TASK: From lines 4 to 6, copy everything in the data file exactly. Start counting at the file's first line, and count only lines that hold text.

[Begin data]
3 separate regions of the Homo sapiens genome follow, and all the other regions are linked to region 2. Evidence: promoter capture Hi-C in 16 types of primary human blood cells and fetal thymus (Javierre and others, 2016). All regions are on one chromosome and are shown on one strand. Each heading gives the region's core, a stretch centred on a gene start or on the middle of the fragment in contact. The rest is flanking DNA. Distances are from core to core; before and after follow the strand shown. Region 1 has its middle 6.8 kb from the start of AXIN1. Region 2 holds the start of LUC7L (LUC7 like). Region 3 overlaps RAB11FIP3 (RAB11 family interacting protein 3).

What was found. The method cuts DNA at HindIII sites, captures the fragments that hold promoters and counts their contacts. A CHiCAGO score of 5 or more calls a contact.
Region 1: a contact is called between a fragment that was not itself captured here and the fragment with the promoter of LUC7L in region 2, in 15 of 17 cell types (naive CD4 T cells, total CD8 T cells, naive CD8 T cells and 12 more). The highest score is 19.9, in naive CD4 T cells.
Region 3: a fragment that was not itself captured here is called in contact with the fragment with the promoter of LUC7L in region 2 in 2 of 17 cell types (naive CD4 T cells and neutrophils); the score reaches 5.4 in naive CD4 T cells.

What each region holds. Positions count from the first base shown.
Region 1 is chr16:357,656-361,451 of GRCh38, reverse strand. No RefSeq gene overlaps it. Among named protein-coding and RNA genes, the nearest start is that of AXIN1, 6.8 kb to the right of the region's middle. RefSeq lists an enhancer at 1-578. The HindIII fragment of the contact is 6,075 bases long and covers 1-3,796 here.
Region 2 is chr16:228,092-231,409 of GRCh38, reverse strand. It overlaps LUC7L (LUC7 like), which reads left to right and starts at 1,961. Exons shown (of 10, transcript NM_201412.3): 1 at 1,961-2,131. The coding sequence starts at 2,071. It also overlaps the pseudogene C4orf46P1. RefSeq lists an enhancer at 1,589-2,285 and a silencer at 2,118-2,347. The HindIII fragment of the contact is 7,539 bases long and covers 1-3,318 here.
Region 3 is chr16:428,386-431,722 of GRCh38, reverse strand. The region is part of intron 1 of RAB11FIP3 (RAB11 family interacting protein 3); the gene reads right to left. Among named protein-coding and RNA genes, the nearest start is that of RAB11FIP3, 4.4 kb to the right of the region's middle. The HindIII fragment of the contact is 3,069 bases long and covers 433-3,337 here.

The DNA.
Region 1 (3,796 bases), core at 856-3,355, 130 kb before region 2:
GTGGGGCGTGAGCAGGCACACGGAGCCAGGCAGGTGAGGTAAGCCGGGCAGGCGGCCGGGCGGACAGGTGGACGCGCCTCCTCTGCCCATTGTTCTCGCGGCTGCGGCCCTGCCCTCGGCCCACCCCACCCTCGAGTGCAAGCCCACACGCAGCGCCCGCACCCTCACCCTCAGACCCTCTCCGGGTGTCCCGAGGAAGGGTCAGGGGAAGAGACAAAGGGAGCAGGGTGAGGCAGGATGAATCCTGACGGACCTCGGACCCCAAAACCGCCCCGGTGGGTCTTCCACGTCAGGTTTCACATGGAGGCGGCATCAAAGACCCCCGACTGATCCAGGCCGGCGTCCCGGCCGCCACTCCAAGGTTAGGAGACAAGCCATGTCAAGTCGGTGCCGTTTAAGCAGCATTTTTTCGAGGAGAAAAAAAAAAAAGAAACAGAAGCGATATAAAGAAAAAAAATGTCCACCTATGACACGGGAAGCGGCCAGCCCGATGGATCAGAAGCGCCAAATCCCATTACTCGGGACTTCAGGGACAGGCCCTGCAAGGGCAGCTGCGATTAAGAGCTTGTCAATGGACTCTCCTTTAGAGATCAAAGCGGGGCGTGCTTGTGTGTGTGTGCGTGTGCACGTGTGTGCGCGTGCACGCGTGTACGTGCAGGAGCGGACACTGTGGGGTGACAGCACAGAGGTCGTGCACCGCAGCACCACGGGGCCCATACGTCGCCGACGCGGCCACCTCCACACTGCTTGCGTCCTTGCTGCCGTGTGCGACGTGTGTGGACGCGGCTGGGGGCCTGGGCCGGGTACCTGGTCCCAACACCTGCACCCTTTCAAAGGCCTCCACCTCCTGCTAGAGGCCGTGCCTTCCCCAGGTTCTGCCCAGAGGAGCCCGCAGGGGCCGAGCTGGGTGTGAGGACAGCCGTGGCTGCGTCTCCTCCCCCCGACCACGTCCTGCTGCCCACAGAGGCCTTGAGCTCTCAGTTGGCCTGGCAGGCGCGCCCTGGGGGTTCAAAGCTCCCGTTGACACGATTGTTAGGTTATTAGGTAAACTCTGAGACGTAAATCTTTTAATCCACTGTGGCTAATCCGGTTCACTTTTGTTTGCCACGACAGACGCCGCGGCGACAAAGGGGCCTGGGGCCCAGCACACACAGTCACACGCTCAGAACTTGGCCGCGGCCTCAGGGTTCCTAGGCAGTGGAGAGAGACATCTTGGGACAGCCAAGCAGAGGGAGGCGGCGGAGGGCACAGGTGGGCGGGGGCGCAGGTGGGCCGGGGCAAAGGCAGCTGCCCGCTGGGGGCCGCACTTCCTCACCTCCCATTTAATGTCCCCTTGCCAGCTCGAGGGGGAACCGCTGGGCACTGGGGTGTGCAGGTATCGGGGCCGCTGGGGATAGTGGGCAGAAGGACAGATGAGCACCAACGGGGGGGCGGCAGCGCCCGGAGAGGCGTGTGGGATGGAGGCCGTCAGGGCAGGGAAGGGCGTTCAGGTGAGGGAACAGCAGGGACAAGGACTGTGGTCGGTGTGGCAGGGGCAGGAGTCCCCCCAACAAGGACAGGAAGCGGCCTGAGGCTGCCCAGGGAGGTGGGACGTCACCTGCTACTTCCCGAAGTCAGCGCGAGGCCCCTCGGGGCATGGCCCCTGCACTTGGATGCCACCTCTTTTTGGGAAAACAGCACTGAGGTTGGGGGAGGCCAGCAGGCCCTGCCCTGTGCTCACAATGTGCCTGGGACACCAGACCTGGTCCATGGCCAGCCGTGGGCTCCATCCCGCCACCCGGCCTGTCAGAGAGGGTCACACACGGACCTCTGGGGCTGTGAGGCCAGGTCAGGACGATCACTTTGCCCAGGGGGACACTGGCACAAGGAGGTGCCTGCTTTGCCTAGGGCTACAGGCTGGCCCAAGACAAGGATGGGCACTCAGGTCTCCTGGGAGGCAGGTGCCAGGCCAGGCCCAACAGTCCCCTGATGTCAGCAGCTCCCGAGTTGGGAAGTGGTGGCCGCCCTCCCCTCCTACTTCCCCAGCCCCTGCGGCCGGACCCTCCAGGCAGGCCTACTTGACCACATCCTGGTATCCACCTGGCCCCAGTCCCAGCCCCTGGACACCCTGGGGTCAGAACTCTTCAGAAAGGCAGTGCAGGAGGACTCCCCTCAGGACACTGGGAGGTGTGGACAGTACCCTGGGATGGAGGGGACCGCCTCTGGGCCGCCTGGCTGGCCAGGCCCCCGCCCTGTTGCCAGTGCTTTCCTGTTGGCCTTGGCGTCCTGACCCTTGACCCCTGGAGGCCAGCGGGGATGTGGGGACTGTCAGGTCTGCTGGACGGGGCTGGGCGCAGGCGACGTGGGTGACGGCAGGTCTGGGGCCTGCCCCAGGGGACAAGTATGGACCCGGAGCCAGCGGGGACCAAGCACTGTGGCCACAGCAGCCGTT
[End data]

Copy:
Region 3: a fragment that was not itself captured here is called in contact with the fragment with the promoter of LUC7L in region 2 in 2 of 17 cell types (naive CD4 T cells and neutrophils); the score reaches 5.4 in naive CD4 T cells.

What each region holds. Positions count from the first base shown.
Region 1 is chr16:357,656-361,451 of GRCh38, reverse strand. No RefSeq gene overlaps it. Among named protein-coding and RNA genes, the nearest start is that of AXIN1, 6.8 kb to the right of the region's middle. RefSeq lists an enhancer at 1-578. The HindIII fragment of the contact is 6,075 bases long and covers 1-3,796 here.